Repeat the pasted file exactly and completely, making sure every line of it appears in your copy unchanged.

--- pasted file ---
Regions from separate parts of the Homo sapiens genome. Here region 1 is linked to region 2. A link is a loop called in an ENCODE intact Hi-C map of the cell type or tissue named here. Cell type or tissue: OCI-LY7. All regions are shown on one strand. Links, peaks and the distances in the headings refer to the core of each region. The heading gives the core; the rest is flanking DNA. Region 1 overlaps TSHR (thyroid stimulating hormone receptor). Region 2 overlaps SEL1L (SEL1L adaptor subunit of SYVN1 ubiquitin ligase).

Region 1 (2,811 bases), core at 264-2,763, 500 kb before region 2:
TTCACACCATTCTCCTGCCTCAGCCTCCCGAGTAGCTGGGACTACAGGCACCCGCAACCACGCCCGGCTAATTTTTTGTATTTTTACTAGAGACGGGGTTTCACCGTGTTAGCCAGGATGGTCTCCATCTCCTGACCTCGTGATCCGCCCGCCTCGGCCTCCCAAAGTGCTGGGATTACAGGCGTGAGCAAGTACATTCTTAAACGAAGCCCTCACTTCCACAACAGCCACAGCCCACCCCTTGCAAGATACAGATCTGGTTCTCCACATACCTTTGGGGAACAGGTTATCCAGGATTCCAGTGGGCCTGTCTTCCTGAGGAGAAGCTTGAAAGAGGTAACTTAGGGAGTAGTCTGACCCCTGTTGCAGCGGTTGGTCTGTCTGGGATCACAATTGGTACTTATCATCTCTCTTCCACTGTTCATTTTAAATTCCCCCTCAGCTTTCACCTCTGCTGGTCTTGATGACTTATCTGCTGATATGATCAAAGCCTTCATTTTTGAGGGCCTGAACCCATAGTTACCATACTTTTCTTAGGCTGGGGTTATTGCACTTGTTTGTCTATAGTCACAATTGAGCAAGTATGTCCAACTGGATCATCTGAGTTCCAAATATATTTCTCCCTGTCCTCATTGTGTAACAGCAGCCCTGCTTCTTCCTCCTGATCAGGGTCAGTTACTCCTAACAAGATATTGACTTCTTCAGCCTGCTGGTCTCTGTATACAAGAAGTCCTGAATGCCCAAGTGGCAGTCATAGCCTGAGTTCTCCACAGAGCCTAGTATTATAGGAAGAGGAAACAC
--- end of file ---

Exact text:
Regions from separate parts of the Homo sapiens genome. Here region 1 is linked to region 2. A link is a loop called in an ENCODE intact Hi-C map of the cell type or tissue named here. Cell type or tissue: OCI-LY7. All regions are shown on one strand. Links, peaks and the distances in the headings refer to the core of each region. The heading gives the core; the rest is flanking DNA. Region 1 overlaps TSHR (thyroid stimulating hormone receptor). Region 2 overlaps SEL1L (SEL1L adaptor subunit of SYVN1 ubiquitin ligase).

Region 1 (2,811 bases), core at 264-2,763, 500 kb before region 2:
TTCACACCATTCTCCTGCCTCAGCCTCCCGAGTAGCTGGGACTACAGGCACCCGCAACCACGCCCGGCTAATTTTTTGTATTTTTACTAGAGACGGGGTTTCACCGTGTTAGCCAGGATGGTCTCCATCTCCTGACCTCGTGATCCGCCCGCCTCGGCCTCCCAAAGTGCTGGGATTACAGGCGTGAGCAAGTACATTCTTAAACGAAGCCCTCACTTCCACAACAGCCACAGCCCACCCCTTGCAAGATACAGATCTGGTTCTCCACATACCTTTGGGGAACAGGTTATCCAGGATTCCAGTGGGCCTGTCTTCCTGAGGAGAAGCTTGAAAGAGGTAACTTAGGGAGTAGTCTGACCCCTGTTGCAGCGGTTGGTCTGTCTGGGATCACAATTGGTACTTATCATCTCTCTTCCACTGTTCATTTTAAATTCCCCCTCAGCTTTCACCTCTGCTGGTCTTGATGACTTATCTGCTGATATGATCAAAGCCTTCATTTTTGAGGGCCTGAACCCATAGTTACCATACTTTTCTTAGGCTGGGGTTATTGCACTTGTTTGTCTATAGTCACAATTGAGCAAGTATGTCCAACTGGATCATCTGAGTTCCAAATATATTTCTCCCTGTCCTCATTGTGTAACAGCAGCCCTGCTTCTTCCTCCTGATCAGGGTCAGTTACTCCTAACAAGATATTGACTTCTTCAGCCTGCTGGTCTCTGTATACAAGAAGTCCTGAATGCCCAAGTGGCAGTCATAGCCTGAGTTCTCCACAGAGCCTAGTATTATAGGAAGAGGAAACAC